How much more grievous are the consequences of anger than the causes of it? Marcus Aurelius

I’ve been thinking alot about my relationships with other people. I always try to be loyal to my friends and often consider those I work with to be my friends as well. The thing with friends is, as they get know you over the course of time, they get use to quirks and other tendencies that someone has. In my case, sometimes they come to find that I can have a bit of a temper.

I don’t know where it comes from … perhaps from the fact that I’m a only child and didn’t really have to compromise much when I was growing up. Perhaps that’s why I get easily frustrated when things don’t go the way I want them to.

The problem I have is that when the temper gets going, and I get really passionate in expressing my feelings – it gets me in trouble from time to time. I try to control it but it appears (especially lately) that I’ve let it get the best of me. That might be something that friends will tolerate a little bit, but co-workers shouldn’t have to deal with it.

So tonight’s posting is mostly for me. Here’s some anger management techniques that I’m going to have to learn to use (courtesy of the Mayo Clinic – http://www.mayoclinic.com/health/anger-management/MH00102):

  • Take a “time out.” Although it may seem cliche, counting to 10 before reacting, or leaving the situation altogether, really can defuse your temper.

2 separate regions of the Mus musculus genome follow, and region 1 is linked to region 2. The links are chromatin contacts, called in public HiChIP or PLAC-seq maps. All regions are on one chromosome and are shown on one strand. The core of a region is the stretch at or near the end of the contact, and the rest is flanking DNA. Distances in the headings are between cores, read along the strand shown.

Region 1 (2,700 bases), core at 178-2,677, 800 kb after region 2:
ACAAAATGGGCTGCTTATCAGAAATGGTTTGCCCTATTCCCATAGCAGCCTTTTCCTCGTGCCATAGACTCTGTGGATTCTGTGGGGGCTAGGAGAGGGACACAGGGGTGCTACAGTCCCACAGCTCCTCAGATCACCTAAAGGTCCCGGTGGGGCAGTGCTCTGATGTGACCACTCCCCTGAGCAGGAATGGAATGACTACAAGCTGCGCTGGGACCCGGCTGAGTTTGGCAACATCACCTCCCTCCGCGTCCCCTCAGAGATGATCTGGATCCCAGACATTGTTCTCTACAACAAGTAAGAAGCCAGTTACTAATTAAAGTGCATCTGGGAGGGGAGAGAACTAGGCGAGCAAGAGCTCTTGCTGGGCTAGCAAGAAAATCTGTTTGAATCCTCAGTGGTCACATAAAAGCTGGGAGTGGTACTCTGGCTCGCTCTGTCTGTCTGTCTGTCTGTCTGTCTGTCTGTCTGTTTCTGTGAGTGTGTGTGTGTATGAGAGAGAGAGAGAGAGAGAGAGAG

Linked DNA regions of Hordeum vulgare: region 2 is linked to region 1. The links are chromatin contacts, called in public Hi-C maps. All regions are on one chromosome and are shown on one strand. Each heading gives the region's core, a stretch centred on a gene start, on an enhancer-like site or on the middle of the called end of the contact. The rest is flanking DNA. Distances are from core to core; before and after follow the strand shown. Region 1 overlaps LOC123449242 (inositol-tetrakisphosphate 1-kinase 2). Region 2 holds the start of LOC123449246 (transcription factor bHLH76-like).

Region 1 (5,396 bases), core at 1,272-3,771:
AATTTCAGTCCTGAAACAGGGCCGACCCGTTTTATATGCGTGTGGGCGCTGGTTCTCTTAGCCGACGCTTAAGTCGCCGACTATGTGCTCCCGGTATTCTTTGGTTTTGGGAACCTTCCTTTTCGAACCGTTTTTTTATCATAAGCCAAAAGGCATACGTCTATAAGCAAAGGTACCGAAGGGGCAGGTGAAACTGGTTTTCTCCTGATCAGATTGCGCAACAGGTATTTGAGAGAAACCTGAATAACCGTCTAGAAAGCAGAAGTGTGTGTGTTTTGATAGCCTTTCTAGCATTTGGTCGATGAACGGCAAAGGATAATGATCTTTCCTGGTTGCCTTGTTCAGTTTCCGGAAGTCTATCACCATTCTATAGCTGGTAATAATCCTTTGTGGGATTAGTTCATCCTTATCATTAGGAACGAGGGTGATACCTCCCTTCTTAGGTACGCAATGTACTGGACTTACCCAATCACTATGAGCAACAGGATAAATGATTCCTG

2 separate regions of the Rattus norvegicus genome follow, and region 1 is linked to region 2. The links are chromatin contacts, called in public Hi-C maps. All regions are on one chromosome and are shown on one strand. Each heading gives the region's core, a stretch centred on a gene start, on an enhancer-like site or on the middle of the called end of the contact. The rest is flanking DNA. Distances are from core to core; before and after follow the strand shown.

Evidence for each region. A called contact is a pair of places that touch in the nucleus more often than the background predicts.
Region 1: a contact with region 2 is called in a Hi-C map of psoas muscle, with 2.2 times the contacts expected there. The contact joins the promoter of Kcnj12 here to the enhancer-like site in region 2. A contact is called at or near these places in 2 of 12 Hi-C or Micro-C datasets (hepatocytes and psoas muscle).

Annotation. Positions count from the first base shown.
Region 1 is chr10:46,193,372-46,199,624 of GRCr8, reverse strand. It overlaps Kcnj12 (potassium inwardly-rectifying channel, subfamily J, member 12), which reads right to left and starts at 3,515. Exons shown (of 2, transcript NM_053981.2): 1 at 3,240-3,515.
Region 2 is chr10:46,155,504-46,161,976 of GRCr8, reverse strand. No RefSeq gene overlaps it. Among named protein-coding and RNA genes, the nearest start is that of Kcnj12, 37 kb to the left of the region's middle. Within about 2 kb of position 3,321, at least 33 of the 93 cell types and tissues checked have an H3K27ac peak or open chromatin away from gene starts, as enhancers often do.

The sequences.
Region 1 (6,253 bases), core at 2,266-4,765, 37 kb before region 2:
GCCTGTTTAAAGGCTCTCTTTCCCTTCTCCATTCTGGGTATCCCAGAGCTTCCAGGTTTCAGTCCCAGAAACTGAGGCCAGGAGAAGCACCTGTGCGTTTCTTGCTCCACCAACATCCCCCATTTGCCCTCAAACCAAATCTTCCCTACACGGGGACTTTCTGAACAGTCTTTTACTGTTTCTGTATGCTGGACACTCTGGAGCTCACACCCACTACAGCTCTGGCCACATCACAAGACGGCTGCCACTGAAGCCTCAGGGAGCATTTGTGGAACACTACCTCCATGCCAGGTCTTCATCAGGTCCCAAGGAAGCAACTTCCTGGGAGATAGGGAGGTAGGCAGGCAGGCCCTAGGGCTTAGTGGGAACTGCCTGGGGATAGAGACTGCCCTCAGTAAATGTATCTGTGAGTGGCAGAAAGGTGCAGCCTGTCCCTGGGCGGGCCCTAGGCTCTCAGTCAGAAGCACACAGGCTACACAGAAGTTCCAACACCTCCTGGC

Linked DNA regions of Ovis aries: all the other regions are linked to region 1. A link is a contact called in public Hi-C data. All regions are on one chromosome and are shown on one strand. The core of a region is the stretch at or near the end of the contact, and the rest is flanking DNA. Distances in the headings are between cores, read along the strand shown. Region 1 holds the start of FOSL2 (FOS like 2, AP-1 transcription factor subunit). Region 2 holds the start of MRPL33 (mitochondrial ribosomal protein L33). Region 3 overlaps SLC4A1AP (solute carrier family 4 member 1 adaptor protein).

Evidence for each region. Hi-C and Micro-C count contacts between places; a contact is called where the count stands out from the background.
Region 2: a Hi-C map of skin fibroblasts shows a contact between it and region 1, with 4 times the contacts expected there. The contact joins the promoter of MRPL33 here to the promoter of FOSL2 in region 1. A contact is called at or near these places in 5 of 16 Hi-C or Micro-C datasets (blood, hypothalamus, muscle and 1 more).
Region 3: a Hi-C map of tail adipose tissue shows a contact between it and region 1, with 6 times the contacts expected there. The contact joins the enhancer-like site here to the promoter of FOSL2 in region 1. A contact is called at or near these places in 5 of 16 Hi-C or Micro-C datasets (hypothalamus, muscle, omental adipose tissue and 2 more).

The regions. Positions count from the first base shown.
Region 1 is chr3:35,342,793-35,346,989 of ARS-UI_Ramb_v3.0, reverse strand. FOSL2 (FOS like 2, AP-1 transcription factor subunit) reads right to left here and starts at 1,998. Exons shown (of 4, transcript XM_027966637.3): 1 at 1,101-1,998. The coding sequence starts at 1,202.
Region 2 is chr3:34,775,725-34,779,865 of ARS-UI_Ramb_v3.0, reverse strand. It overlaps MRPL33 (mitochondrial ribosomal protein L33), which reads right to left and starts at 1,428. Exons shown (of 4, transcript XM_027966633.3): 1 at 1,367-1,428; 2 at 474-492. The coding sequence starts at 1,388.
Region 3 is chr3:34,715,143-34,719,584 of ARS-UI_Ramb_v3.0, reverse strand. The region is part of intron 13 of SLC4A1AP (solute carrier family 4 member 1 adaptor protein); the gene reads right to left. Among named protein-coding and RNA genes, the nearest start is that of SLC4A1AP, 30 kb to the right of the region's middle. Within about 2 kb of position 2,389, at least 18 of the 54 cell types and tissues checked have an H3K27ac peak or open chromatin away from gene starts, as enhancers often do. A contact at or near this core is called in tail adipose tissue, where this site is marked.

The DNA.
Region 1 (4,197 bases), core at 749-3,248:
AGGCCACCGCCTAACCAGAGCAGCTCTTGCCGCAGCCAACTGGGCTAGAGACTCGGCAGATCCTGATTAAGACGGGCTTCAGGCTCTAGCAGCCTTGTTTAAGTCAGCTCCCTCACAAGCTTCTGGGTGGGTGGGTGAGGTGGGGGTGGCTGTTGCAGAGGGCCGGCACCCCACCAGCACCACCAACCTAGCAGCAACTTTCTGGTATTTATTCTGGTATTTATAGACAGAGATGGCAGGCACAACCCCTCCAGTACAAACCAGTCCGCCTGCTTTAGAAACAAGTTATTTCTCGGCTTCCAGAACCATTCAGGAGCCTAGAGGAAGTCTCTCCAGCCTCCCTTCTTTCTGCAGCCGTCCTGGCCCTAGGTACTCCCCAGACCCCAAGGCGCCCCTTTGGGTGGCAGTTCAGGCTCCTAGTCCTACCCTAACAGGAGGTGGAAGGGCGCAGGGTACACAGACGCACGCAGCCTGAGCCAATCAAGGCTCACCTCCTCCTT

• Do something physically exerting. Physical activity can provide an outlet for your emotions, especially if you’re about to erupt. Go for a brisk walk or a run, swim, lift weights or shoot baskets.
  • Find ways to calm and soothe yourself. Practice deep-breathing exercises, visualize a relaxing scene, or repeat a calming word or phrase to yourself, such as “take it easy.” You can also listen to music, paint, journal or do yoga.
  • Once you’re calm, express your anger as soon as possible so that you aren’t left stewing. If you simply can’t express your anger in a controlled manner to the person who angered you, try talking to a family member, friend, counselor or another trusted person.
  • Think carefully before you say anything so that you don’t end up saying something you’ll regret. Write a script and rehearse it so that you can stick to the issues.
  • Work with the person who angered you to identify solutions to the situation.
  • Use “I” statements when describing the problem to avoid criticizing or placing blame. For instance, say “I’m upset you didn’t help with the housework this evening,” instead of, “You should have helped with the housework.” To do otherwise will likely upset the other person and escalate tensions.
  • Don’t hold a grudge. Forgive the other person. It’s unrealistic to expect everyone to behave exactly as you want.
  • Use humor to release tensions, such as imagining yourself or the other person in silly situations. Don’t use sarcasm, though — it’s just another form of unhealthy expression.
  • Keep an anger log to identify the kinds of situations that set you off and to monitor your reactions.
  • Practice relaxation skills. Learning skills to relax and de-stress can also help control your temper when it may flare up.

I hope that over the course of the rest of the year, I’ll learn how to apply these in my everyday life and repair whatever damage I have caused.

Advertisements